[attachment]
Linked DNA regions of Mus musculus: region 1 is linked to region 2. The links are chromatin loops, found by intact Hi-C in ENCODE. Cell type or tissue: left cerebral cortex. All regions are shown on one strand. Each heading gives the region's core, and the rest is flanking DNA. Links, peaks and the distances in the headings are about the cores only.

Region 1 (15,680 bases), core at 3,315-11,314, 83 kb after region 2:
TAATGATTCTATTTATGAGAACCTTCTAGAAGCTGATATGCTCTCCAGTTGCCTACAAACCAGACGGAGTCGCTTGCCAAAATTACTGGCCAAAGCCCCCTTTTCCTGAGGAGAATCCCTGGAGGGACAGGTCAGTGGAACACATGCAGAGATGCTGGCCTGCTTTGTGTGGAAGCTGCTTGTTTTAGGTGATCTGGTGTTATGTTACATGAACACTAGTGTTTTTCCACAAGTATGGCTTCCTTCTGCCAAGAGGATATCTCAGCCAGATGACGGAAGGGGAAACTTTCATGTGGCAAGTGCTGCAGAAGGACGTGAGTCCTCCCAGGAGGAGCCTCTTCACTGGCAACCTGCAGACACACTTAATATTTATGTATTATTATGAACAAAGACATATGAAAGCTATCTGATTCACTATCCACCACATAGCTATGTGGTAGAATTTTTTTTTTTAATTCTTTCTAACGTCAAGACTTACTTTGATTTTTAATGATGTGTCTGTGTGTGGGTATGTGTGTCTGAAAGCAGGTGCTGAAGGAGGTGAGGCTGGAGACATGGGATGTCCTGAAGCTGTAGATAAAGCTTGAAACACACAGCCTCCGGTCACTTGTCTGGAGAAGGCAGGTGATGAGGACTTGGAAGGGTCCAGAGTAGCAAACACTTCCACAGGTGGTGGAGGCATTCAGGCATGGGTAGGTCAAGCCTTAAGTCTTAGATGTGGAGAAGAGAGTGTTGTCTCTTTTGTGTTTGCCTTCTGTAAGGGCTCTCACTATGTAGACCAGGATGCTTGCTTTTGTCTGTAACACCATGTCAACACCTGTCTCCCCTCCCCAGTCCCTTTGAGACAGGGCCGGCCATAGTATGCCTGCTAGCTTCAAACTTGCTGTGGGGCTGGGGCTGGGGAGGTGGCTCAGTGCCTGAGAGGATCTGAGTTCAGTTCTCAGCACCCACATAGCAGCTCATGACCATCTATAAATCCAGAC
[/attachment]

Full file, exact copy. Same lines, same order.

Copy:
Linked DNA regions of Mus musculus: region 1 is linked to region 2. The links are chromatin loops, found by intact Hi-C in ENCODE. Cell type or tissue: left cerebral cortex. All regions are shown on one strand. Each heading gives the region's core, and the rest is flanking DNA. Links, peaks and the distances in the headings are about the cores only.

Region 1 (15,680 bases), core at 3,315-11,314, 83 kb after region 2:
TAATGATTCTATTTATGAGAACCTTCTAGAAGCTGATATGCTCTCCAGTTGCCTACAAACCAGACGGAGTCGCTTGCCAAAATTACTGGCCAAAGCCCCCTTTTCCTGAGGAGAATCCCTGGAGGGACAGGTCAGTGGAACACATGCAGAGATGCTGGCCTGCTTTGTGTGGAAGCTGCTTGTTTTAGGTGATCTGGTGTTATGTTACATGAACACTAGTGTTTTTCCACAAGTATGGCTTCCTTCTGCCAAGAGGATATCTCAGCCAGATGACGGAAGGGGAAACTTTCATGTGGCAAGTGCTGCAGAAGGACGTGAGTCCTCCCAGGAGGAGCCTCTTCACTGGCAACCTGCAGACACACTTAATATTTATGTATTATTATGAACAAAGACATATGAAAGCTATCTGATTCACTATCCACCACATAGCTATGTGGTAGAATTTTTTTTTTTAATTCTTTCTAACGTCAAGACTTACTTTGATTTTTAATGATGTGTCTGTGTGTGGGTATGTGTGTCTGAAAGCAGGTGCTGAAGGAGGTGAGGCTGGAGACATGGGATGTCCTGAAGCTGTAGATAAAGCTTGAAACACACAGCCTCCGGTCACTTGTCTGGAGAAGGCAGGTGATGAGGACTTGGAAGGGTCCAGAGTAGCAAACACTTCCACAGGTGGTGGAGGCATTCAGGCATGGGTAGGTCAAGCCTTAAGTCTTAGATGTGGAGAAGAGAGTGTTGTCTCTTTTGTGTTTGCCTTCTGTAAGGGCTCTCACTATGTAGACCAGGATGCTTGCTTTTGTCTGTAACACCATGTCAACACCTGTCTCCCCTCCCCAGTCCCTTTGAGACAGGGCCGGCCATAGTATGCCTGCTAGCTTCAAACTTGCTGTGGGGCTGGGGCTGGGGAGGTGGCTCAGTGCCTGAGAGGATCTGAGTTCAGTTCTCAGCACCCACATAGCAGCTCATGACCATCTATAAATCCAGAC